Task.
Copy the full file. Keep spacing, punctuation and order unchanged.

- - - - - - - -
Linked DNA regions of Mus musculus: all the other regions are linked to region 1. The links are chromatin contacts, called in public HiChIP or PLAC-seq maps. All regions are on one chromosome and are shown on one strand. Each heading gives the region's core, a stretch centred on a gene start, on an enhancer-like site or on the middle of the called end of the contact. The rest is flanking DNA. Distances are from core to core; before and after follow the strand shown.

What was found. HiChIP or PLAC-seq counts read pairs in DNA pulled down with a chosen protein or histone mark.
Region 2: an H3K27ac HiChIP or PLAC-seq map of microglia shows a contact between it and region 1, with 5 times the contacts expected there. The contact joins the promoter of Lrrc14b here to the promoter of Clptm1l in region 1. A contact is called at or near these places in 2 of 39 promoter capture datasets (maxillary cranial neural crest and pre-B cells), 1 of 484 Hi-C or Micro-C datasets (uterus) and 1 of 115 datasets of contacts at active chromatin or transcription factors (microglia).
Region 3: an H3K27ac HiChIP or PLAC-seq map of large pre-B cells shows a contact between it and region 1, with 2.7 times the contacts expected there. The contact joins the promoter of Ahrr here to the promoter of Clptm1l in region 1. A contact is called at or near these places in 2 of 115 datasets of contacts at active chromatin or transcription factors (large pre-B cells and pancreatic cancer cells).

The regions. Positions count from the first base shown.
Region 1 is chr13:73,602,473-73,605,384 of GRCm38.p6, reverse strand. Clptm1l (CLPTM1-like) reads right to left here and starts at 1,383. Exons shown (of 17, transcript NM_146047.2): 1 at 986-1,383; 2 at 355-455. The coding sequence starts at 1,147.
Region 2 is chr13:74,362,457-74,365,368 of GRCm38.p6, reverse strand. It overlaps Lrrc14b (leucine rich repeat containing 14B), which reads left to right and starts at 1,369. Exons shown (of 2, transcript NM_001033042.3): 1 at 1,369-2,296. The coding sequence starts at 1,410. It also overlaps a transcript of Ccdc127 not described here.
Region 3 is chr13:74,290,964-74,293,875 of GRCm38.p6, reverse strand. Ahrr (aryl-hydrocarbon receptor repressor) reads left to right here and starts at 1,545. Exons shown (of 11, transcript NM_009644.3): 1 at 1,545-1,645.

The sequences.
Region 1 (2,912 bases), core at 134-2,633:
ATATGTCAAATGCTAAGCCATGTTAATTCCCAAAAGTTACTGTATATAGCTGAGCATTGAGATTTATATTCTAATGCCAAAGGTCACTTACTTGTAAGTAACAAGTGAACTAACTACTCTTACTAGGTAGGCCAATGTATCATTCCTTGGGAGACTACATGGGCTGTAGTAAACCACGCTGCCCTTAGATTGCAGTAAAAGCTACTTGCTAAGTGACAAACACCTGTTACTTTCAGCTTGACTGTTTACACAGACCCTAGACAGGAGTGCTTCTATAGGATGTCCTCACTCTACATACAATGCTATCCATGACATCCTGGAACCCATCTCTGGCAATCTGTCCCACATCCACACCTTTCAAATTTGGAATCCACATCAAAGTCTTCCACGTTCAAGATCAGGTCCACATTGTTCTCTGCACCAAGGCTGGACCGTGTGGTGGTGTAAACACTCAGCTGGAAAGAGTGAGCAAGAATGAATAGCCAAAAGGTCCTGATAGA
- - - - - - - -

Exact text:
Linked DNA regions of Mus musculus: all the other regions are linked to region 1. The links are chromatin contacts, called in public HiChIP or PLAC-seq maps. All regions are on one chromosome and are shown on one strand. Each heading gives the region's core, a stretch centred on a gene start, on an enhancer-like site or on the middle of the called end of the contact. The rest is flanking DNA. Distances are from core to core; before and after follow the strand shown.

What was found. HiChIP or PLAC-seq counts read pairs in DNA pulled down with a chosen protein or histone mark.
Region 2: an H3K27ac HiChIP or PLAC-seq map of microglia shows a contact between it and region 1, with 5 times the contacts expected there. The contact joins the promoter of Lrrc14b here to the promoter of Clptm1l in region 1. A contact is called at or near these places in 2 of 39 promoter capture datasets (maxillary cranial neural crest and pre-B cells), 1 of 484 Hi-C or Micro-C datasets (uterus) and 1 of 115 datasets of contacts at active chromatin or transcription factors (microglia).
Region 3: an H3K27ac HiChIP or PLAC-seq map of large pre-B cells shows a contact between it and region 1, with 2.7 times the contacts expected there. The contact joins the promoter of Ahrr here to the promoter of Clptm1l in region 1. A contact is called at or near these places in 2 of 115 datasets of contacts at active chromatin or transcription factors (large pre-B cells and pancreatic cancer cells).

The regions. Positions count from the first base shown.
Region 1 is chr13:73,602,473-73,605,384 of GRCm38.p6, reverse strand. Clptm1l (CLPTM1-like) reads right to left here and starts at 1,383. Exons shown (of 17, transcript NM_146047.2): 1 at 986-1,383; 2 at 355-455. The coding sequence starts at 1,147.
Region 2 is chr13:74,362,457-74,365,368 of GRCm38.p6, reverse strand. It overlaps Lrrc14b (leucine rich repeat containing 14B), which reads left to right and starts at 1,369. Exons shown (of 2, transcript NM_001033042.3): 1 at 1,369-2,296. The coding sequence starts at 1,410. It also overlaps a transcript of Ccdc127 not described here.
Region 3 is chr13:74,290,964-74,293,875 of GRCm38.p6, reverse strand. Ahrr (aryl-hydrocarbon receptor repressor) reads left to right here and starts at 1,545. Exons shown (of 11, transcript NM_009644.3): 1 at 1,545-1,645.

The sequences.
Region 1 (2,912 bases), core at 134-2,633:
ATATGTCAAATGCTAAGCCATGTTAATTCCCAAAAGTTACTGTATATAGCTGAGCATTGAGATTTATATTCTAATGCCAAAGGTCACTTACTTGTAAGTAACAAGTGAACTAACTACTCTTACTAGGTAGGCCAATGTATCATTCCTTGGGAGACTACATGGGCTGTAGTAAACCACGCTGCCCTTAGATTGCAGTAAAAGCTACTTGCTAAGTGACAAACACCTGTTACTTTCAGCTTGACTGTTTACACAGACCCTAGACAGGAGTGCTTCTATAGGATGTCCTCACTCTACATACAATGCTATCCATGACATCCTGGAACCCATCTCTGGCAATCTGTCCCACATCCACACCTTTCAAATTTGGAATCCACATCAAAGTCTTCCACGTTCAAGATCAGGTCCACATTGTTCTCTGCACCAAGGCTGGACCGTGTGGTGGTGTAAACACTCAGCTGGAAAGAGTGAGCAAGAATGAATAGCCAAAAGGTCCTGATAGA